The Centre’s guidelines recommend that plasma HIV-1 RNA levels (pVL) and CD4 cell count be monitored at baseline, at 4 weeks after starting antiretroviral therapy, and every 3 months thereafter. The pVLs are determined using the Roche Amplicor Monitor assay (Roche Diagnostics, Laval, Quebec, Canada) using the ultrasensitive adaptation. CD4 cell counts are measured by flow cytometry, followed by fluorescent monoclonal antibody analysis (Beckman Coulter, Inc, Mississauga, Ontario, Canada).
Eligible study participants were 18 years or older, naïve to antiretroviral therapy when they started HAART consisting of 2 nucleoside reverse transcriptase inhibitors (NRTIs), or a NRTI and a nucleotide reverse transcriptase inhibitor (NtRTI) as backbone, plus either (1) the nonnucleoside reverse transcriptase inhibitors (NNRTIs), efavirenz or nevirapine, or (2) the protease inhibitors (PIs), atazanavir or lopinavir, each boosted with ≤200 mg/d ritonavir (boosted PI). Participants started treatment between January 01, 2000 and November 30, 2004 and were followed until November 30, 2005. Finally, to be eligible for analysis, participants were required to have at least 1 baseline CD4 cell count and a pVL measurement available within 6 months before the first antiretroviral starting date. Study data from eligible participants were extracted from the Centre’s monitoring and evaluation system to form the HAART Observational Medical Evaluation and Research cohort.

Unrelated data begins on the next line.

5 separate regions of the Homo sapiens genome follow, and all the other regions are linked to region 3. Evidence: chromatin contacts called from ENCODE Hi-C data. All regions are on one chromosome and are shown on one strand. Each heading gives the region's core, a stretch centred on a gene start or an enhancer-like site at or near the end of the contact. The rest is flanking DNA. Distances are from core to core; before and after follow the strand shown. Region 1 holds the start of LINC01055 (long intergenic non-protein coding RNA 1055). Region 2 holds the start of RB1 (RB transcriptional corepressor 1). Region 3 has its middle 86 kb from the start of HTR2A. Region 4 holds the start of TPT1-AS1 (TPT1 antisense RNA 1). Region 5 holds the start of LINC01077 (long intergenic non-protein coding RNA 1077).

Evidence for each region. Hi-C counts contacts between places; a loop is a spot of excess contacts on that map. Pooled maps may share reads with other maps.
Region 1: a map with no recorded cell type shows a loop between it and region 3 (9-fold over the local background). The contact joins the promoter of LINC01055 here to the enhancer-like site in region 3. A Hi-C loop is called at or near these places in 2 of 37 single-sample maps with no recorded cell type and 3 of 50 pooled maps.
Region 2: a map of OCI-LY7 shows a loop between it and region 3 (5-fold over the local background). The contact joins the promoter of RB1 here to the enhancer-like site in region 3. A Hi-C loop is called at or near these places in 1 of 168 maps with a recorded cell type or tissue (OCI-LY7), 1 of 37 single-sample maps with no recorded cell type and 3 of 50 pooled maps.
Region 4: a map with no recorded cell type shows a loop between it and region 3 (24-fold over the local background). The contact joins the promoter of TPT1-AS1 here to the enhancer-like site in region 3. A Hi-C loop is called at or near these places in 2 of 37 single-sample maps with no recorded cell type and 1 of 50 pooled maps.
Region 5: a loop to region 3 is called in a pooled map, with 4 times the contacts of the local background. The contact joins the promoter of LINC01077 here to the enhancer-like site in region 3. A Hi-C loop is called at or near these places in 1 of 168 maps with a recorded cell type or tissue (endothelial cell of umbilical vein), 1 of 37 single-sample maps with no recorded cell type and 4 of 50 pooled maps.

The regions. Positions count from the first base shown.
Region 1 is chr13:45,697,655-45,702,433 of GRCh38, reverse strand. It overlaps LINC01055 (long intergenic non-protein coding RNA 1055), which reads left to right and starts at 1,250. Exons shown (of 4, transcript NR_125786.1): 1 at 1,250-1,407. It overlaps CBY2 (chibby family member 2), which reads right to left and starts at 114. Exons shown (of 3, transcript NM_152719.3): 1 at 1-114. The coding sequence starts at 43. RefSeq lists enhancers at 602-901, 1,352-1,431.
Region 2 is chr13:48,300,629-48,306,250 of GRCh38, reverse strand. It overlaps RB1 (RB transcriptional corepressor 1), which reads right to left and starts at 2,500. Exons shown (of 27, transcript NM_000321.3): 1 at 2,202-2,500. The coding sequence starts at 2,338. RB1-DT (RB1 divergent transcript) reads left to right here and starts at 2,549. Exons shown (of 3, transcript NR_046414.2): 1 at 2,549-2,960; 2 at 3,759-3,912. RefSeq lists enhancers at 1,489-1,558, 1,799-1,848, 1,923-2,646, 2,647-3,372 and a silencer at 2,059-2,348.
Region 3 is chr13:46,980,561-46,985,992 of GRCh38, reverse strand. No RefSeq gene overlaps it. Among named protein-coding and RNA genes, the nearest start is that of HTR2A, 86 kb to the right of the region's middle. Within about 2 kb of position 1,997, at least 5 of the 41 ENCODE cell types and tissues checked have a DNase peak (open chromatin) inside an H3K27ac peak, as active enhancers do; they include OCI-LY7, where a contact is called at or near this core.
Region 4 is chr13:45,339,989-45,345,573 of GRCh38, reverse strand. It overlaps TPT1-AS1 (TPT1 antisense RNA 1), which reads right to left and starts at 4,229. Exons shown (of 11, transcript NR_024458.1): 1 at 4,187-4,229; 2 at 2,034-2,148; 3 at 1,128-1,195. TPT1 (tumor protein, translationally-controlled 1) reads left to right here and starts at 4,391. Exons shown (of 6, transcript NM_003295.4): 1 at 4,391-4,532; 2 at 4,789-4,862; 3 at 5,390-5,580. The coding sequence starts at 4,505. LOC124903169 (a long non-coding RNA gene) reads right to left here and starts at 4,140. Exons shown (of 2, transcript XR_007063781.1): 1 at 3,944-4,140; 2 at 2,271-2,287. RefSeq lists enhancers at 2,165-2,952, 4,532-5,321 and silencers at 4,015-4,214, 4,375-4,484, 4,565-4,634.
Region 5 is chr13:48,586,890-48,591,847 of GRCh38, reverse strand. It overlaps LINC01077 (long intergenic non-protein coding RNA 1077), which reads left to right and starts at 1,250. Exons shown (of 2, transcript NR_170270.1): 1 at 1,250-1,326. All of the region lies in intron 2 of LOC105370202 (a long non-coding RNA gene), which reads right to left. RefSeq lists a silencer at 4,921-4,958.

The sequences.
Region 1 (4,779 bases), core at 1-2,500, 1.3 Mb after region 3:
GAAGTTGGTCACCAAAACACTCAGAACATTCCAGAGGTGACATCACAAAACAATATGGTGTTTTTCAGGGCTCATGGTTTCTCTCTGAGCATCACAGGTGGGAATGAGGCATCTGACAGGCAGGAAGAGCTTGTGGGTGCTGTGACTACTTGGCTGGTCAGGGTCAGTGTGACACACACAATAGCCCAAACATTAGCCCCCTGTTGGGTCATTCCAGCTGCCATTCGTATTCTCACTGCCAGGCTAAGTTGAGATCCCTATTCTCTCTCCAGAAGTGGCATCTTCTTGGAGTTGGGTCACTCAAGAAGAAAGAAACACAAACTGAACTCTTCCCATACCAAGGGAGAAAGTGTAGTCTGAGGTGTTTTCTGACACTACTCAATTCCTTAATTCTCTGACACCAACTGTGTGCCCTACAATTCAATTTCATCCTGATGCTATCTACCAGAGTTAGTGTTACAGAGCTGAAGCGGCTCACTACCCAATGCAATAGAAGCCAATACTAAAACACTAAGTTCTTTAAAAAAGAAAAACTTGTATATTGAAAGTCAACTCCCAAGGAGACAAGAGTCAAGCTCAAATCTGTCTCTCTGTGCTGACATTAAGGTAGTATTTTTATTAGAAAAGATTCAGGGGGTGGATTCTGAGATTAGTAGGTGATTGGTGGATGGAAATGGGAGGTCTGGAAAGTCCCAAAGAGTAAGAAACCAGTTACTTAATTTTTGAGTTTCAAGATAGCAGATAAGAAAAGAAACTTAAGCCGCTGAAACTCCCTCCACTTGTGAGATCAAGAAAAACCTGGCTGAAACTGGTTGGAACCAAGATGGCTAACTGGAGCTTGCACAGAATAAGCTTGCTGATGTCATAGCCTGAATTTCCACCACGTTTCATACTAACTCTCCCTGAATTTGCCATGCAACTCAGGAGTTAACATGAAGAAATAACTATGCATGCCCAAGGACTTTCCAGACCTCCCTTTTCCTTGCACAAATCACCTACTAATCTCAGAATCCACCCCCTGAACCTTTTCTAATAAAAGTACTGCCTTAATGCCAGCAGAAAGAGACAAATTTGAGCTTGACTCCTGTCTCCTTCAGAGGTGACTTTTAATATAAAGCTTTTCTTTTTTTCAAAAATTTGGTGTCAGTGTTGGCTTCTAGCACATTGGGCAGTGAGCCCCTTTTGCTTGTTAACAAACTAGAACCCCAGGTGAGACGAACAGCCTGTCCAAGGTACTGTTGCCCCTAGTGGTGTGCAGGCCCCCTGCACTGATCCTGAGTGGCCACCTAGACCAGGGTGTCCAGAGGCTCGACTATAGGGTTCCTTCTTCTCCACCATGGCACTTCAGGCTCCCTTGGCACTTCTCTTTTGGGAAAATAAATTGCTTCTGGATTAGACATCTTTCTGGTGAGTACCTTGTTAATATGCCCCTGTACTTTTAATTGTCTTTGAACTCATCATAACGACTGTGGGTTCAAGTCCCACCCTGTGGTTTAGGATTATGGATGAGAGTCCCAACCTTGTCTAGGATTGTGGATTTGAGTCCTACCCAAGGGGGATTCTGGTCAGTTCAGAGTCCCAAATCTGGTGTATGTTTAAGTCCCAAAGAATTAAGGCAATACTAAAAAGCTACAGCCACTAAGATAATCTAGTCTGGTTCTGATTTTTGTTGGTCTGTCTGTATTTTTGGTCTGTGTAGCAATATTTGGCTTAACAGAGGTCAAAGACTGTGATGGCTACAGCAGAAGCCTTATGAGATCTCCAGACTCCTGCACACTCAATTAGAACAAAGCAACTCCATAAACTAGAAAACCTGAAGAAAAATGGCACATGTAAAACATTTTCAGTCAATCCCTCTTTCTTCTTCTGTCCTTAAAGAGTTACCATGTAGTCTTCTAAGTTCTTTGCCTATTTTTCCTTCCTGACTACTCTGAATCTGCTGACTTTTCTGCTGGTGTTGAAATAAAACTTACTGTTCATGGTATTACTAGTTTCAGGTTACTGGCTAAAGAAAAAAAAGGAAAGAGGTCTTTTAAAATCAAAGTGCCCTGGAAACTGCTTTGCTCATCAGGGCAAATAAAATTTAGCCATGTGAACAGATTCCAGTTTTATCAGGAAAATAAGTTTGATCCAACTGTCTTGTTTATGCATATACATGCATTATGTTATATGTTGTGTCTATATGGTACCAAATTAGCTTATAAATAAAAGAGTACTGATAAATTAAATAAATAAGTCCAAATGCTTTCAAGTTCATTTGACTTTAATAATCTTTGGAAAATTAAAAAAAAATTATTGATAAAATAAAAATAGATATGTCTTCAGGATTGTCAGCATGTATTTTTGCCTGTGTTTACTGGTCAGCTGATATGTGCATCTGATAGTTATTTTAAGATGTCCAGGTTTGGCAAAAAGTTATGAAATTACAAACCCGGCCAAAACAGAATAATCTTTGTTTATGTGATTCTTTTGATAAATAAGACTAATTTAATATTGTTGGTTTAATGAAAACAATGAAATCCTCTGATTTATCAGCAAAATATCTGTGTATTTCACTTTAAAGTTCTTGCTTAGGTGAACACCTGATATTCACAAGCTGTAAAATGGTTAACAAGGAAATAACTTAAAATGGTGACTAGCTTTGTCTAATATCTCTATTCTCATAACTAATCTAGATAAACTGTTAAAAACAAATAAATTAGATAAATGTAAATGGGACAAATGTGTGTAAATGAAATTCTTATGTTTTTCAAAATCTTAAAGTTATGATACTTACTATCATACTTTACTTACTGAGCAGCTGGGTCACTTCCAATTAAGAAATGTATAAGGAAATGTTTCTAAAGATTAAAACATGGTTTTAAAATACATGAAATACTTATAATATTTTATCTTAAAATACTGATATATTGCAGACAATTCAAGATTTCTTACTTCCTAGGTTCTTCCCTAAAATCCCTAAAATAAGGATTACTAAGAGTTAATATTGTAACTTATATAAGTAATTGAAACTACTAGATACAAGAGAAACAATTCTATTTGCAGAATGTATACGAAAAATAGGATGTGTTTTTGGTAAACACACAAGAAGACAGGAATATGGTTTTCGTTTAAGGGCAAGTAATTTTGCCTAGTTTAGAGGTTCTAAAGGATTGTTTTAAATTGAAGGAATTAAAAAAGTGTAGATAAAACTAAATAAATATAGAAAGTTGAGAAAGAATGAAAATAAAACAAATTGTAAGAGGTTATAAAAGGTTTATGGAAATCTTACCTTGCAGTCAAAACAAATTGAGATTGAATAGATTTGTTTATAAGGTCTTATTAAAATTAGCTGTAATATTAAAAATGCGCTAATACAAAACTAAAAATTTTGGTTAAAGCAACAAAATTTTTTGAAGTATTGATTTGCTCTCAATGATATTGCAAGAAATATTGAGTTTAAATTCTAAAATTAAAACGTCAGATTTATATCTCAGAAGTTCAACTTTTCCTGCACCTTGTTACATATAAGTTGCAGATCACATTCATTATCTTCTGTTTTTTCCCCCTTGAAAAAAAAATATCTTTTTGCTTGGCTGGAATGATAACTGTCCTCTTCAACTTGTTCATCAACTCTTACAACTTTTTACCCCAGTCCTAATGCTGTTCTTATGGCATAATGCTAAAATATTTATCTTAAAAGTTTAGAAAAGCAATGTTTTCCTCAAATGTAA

The primary end point in this analysis was all-cause mortality. Deaths occurring during the follow-up period were identified on a continuous basis from physician reports and through annual record linkages carried out with the British Columbia Division of Vital Statistics. Event-free subjects in this study were not followed after November 30, 2005.
The following baseline potential confounder variables were investigated: age, gender, CD4 cell count, pVL (log10 transformed), HAART regimen class (boosted PI or NNRTI), AIDS diagnosis, and history of injection drug use (IDU).